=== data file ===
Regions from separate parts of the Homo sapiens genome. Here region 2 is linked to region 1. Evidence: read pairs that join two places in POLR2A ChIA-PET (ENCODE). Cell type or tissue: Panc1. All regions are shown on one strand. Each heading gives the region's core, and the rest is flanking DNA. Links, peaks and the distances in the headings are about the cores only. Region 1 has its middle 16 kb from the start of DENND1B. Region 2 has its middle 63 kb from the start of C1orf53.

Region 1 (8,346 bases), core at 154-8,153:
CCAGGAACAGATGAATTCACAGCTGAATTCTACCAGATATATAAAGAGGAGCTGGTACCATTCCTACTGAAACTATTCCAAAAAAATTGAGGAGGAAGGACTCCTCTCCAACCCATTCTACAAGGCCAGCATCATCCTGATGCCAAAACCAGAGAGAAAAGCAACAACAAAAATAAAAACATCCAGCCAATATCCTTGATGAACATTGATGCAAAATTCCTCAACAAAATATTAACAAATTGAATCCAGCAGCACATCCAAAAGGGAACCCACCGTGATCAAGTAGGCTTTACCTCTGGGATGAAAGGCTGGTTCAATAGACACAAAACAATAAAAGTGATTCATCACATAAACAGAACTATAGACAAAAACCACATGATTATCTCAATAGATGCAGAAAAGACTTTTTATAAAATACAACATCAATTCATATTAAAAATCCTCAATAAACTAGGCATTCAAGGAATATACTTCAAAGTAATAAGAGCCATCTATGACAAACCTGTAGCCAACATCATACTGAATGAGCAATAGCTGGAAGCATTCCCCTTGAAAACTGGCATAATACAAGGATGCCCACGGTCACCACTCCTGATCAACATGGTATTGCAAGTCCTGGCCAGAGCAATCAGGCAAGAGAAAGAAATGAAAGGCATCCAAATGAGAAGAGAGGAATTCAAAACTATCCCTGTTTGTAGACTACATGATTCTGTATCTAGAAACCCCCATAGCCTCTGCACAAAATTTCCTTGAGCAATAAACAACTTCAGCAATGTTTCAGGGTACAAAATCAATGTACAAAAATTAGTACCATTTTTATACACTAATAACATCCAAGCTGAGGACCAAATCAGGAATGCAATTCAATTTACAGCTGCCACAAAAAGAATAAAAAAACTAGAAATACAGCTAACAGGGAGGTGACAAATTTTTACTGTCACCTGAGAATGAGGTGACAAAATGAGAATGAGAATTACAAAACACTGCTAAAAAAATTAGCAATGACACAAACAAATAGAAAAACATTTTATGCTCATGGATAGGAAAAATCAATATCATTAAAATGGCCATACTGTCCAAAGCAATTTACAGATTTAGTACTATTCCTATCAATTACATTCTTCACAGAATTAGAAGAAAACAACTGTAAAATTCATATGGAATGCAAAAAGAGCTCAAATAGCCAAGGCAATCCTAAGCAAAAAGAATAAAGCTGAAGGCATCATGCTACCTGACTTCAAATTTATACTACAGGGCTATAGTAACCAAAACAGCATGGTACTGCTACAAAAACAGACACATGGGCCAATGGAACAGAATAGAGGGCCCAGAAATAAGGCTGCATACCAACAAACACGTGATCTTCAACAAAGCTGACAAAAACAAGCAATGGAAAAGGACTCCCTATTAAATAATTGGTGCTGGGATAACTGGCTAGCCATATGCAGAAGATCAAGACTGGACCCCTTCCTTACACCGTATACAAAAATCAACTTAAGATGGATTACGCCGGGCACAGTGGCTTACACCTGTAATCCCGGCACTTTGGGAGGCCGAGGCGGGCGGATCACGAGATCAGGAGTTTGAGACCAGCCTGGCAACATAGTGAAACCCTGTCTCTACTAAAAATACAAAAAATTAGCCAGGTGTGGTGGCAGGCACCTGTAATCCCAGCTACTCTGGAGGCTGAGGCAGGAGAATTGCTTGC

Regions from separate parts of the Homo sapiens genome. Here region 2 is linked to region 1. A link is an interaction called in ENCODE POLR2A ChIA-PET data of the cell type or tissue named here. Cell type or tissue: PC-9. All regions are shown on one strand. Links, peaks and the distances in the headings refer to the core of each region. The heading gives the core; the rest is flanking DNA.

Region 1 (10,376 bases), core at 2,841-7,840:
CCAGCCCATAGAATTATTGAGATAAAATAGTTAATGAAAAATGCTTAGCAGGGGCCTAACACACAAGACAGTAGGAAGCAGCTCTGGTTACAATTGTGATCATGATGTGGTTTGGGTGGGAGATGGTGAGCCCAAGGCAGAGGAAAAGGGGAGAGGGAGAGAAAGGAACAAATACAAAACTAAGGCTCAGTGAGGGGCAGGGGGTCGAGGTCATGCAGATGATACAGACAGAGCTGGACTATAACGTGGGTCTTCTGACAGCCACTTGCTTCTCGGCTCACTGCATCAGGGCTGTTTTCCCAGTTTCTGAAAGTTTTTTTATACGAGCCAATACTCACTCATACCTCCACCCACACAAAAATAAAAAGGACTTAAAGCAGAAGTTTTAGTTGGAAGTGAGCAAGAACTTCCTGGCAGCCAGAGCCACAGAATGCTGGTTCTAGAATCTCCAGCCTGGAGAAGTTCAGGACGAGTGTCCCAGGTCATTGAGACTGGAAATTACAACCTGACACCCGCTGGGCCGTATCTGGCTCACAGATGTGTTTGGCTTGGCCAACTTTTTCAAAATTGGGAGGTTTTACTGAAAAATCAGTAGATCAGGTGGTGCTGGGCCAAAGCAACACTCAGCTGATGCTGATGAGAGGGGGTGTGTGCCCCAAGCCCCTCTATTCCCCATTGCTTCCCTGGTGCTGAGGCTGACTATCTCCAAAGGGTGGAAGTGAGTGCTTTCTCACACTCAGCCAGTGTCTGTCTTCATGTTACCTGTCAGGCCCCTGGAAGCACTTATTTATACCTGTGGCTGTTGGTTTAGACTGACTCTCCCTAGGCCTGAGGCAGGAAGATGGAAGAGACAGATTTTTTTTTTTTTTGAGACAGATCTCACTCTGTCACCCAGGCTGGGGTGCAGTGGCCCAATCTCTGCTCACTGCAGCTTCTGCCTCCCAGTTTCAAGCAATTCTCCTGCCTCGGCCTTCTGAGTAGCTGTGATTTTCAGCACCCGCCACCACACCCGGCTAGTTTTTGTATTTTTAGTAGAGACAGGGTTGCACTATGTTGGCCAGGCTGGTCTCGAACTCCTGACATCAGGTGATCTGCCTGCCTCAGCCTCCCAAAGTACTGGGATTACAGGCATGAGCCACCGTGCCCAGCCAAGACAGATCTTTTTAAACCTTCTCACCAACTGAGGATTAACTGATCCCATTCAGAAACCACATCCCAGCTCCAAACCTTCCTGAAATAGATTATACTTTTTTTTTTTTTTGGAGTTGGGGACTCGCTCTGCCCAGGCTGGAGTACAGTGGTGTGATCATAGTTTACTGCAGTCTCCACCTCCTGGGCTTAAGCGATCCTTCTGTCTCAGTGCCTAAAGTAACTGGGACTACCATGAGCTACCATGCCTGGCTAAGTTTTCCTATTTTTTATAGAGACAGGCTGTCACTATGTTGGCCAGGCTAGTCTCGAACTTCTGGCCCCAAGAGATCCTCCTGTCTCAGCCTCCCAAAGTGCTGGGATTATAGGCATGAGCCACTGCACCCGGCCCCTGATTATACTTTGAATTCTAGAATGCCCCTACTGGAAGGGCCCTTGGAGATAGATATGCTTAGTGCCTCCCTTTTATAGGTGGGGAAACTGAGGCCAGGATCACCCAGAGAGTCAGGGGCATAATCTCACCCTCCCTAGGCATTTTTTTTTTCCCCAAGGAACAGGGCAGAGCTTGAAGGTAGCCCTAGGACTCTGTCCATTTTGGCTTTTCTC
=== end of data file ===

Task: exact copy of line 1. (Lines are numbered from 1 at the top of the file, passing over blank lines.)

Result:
Regions from separate parts of the Homo sapiens genome. Here region 2 is linked to region 1. Evidence: read pairs that join two places in POLR2A ChIA-PET (ENCODE). Cell type or tissue: Panc1. All regions are shown on one strand. Each heading gives the region's core, and the rest is flanking DNA. Links, peaks and the distances in the headings are about the cores only. Region 1 has its middle 16 kb from the start of DENND1B. Region 2 has its middle 63 kb from the start of C1orf53.